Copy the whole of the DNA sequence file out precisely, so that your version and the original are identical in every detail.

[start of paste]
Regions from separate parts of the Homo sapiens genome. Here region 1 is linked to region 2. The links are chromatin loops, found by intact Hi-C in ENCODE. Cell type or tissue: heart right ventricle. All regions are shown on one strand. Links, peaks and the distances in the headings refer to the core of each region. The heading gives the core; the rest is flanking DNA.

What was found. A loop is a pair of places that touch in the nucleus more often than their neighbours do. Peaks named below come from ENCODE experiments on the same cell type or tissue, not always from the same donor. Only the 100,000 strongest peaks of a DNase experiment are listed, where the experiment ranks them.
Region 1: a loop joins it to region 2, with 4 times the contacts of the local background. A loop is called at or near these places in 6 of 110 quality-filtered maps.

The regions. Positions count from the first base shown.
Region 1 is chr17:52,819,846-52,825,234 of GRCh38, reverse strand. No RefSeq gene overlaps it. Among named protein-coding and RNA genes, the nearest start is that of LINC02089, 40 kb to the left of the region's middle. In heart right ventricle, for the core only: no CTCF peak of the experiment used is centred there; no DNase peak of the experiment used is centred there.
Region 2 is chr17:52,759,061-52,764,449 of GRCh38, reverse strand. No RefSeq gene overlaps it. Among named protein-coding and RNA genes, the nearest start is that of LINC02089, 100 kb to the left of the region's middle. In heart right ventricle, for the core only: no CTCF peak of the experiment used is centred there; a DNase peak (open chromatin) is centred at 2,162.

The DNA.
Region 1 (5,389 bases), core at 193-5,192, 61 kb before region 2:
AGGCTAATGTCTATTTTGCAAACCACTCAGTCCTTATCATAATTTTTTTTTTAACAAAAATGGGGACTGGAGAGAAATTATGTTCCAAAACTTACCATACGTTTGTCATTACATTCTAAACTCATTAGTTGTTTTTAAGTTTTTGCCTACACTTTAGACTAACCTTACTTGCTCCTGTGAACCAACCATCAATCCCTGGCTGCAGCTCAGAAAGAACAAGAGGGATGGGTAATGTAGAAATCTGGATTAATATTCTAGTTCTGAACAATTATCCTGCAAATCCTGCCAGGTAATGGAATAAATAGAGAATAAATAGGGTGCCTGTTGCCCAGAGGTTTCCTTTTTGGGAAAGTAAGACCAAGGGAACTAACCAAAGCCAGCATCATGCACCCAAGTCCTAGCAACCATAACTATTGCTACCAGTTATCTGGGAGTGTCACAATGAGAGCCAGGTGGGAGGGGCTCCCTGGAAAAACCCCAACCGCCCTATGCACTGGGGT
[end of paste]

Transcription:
Regions from separate parts of the Homo sapiens genome. Here region 1 is linked to region 2. The links are chromatin loops, found by intact Hi-C in ENCODE. Cell type or tissue: heart right ventricle. All regions are shown on one strand. Links, peaks and the distances in the headings refer to the core of each region. The heading gives the core; the rest is flanking DNA.

What was found. A loop is a pair of places that touch in the nucleus more often than their neighbours do. Peaks named below come from ENCODE experiments on the same cell type or tissue, not always from the same donor. Only the 100,000 strongest peaks of a DNase experiment are listed, where the experiment ranks them.
Region 1: a loop joins it to region 2, with 4 times the contacts of the local background. A loop is called at or near these places in 6 of 110 quality-filtered maps.

The regions. Positions count from the first base shown.
Region 1 is chr17:52,819,846-52,825,234 of GRCh38, reverse strand. No RefSeq gene overlaps it. Among named protein-coding and RNA genes, the nearest start is that of LINC02089, 40 kb to the left of the region's middle. In heart right ventricle, for the core only: no CTCF peak of the experiment used is centred there; no DNase peak of the experiment used is centred there.
Region 2 is chr17:52,759,061-52,764,449 of GRCh38, reverse strand. No RefSeq gene overlaps it. Among named protein-coding and RNA genes, the nearest start is that of LINC02089, 100 kb to the left of the region's middle. In heart right ventricle, for the core only: no CTCF peak of the experiment used is centred there; a DNase peak (open chromatin) is centred at 2,162.

The DNA.
Region 1 (5,389 bases), core at 193-5,192, 61 kb before region 2:
AGGCTAATGTCTATTTTGCAAACCACTCAGTCCTTATCATAATTTTTTTTTTAACAAAAATGGGGACTGGAGAGAAATTATGTTCCAAAACTTACCATACGTTTGTCATTACATTCTAAACTCATTAGTTGTTTTTAAGTTTTTGCCTACACTTTAGACTAACCTTACTTGCTCCTGTGAACCAACCATCAATCCCTGGCTGCAGCTCAGAAAGAACAAGAGGGATGGGTAATGTAGAAATCTGGATTAATATTCTAGTTCTGAACAATTATCCTGCAAATCCTGCCAGGTAATGGAATAAATAGAGAATAAATAGGGTGCCTGTTGCCCAGAGGTTTCCTTTTTGGGAAAGTAAGACCAAGGGAACTAACCAAAGCCAGCATCATGCACCCAAGTCCTAGCAACCATAACTATTGCTACCAGTTATCTGGGAGTGTCACAATGAGAGCCAGGTGGGAGGGGCTCCCTGGAAAAACCCCAACCGCCCTATGCACTGGGGT